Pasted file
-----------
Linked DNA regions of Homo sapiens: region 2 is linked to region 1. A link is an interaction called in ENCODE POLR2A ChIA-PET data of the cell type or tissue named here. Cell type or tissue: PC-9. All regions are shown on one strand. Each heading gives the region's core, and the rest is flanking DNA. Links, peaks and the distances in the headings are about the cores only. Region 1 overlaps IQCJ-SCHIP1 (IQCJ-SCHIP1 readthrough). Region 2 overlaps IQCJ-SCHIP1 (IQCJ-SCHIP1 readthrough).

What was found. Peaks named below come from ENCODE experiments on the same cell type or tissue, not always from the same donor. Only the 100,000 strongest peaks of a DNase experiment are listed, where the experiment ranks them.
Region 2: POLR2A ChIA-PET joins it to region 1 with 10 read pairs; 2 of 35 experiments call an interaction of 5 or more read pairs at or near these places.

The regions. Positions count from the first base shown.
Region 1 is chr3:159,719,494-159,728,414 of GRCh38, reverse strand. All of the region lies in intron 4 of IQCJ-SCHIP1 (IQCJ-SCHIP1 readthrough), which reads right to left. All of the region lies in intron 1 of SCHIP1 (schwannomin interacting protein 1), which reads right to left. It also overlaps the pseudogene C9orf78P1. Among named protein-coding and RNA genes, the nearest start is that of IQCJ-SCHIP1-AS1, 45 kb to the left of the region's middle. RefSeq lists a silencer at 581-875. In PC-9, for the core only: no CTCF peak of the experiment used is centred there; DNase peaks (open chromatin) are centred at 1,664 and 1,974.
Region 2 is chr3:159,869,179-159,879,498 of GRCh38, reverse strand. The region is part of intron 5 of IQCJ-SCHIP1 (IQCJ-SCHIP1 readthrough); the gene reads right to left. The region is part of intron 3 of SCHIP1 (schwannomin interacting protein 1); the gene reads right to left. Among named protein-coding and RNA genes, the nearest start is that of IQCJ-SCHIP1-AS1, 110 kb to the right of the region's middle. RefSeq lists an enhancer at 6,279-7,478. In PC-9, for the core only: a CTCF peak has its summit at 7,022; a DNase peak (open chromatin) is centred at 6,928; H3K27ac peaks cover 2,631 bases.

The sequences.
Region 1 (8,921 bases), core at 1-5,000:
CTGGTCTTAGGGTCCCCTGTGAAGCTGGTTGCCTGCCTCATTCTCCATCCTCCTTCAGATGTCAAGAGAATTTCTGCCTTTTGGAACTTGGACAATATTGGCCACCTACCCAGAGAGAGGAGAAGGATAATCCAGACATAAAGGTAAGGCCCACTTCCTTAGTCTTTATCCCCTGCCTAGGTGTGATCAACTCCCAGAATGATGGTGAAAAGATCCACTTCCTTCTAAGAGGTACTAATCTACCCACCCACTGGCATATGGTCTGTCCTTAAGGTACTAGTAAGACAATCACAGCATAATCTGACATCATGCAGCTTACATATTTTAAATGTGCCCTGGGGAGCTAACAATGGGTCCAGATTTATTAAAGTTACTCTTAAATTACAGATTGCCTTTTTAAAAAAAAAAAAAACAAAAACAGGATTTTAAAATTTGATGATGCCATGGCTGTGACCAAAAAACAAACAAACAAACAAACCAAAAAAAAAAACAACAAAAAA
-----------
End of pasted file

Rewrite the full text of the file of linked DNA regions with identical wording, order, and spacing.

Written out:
Linked DNA regions of Homo sapiens: region 2 is linked to region 1. A link is an interaction called in ENCODE POLR2A ChIA-PET data of the cell type or tissue named here. Cell type or tissue: PC-9. All regions are shown on one strand. Each heading gives the region's core, and the rest is flanking DNA. Links, peaks and the distances in the headings are about the cores only. Region 1 overlaps IQCJ-SCHIP1 (IQCJ-SCHIP1 readthrough). Region 2 overlaps IQCJ-SCHIP1 (IQCJ-SCHIP1 readthrough).

What was found. Peaks named below come from ENCODE experiments on the same cell type or tissue, not always from the same donor. Only the 100,000 strongest peaks of a DNase experiment are listed, where the experiment ranks them.
Region 2: POLR2A ChIA-PET joins it to region 1 with 10 read pairs; 2 of 35 experiments call an interaction of 5 or more read pairs at or near these places.

The regions. Positions count from the first base shown.
Region 1 is chr3:159,719,494-159,728,414 of GRCh38, reverse strand. All of the region lies in intron 4 of IQCJ-SCHIP1 (IQCJ-SCHIP1 readthrough), which reads right to left. All of the region lies in intron 1 of SCHIP1 (schwannomin interacting protein 1), which reads right to left. It also overlaps the pseudogene C9orf78P1. Among named protein-coding and RNA genes, the nearest start is that of IQCJ-SCHIP1-AS1, 45 kb to the left of the region's middle. RefSeq lists a silencer at 581-875. In PC-9, for the core only: no CTCF peak of the experiment used is centred there; DNase peaks (open chromatin) are centred at 1,664 and 1,974.
Region 2 is chr3:159,869,179-159,879,498 of GRCh38, reverse strand. The region is part of intron 5 of IQCJ-SCHIP1 (IQCJ-SCHIP1 readthrough); the gene reads right to left. The region is part of intron 3 of SCHIP1 (schwannomin interacting protein 1); the gene reads right to left. Among named protein-coding and RNA genes, the nearest start is that of IQCJ-SCHIP1-AS1, 110 kb to the right of the region's middle. RefSeq lists an enhancer at 6,279-7,478. In PC-9, for the core only: a CTCF peak has its summit at 7,022; a DNase peak (open chromatin) is centred at 6,928; H3K27ac peaks cover 2,631 bases.

The sequences.
Region 1 (8,921 bases), core at 1-5,000:
CTGGTCTTAGGGTCCCCTGTGAAGCTGGTTGCCTGCCTCATTCTCCATCCTCCTTCAGATGTCAAGAGAATTTCTGCCTTTTGGAACTTGGACAATATTGGCCACCTACCCAGAGAGAGGAGAAGGATAATCCAGACATAAAGGTAAGGCCCACTTCCTTAGTCTTTATCCCCTGCCTAGGTGTGATCAACTCCCAGAATGATGGTGAAAAGATCCACTTCCTTCTAAGAGGTACTAATCTACCCACCCACTGGCATATGGTCTGTCCTTAAGGTACTAGTAAGACAATCACAGCATAATCTGACATCATGCAGCTTACATATTTTAAATGTGCCCTGGGGAGCTAACAATGGGTCCAGATTTATTAAAGTTACTCTTAAATTACAGATTGCCTTTTTAAAAAAAAAAAAAACAAAAACAGGATTTTAAAATTTGATGATGCCATGGCTGTGACCAAAAAACAAACAAACAAACAAACCAAAAAAAAAAACAACAAAAAA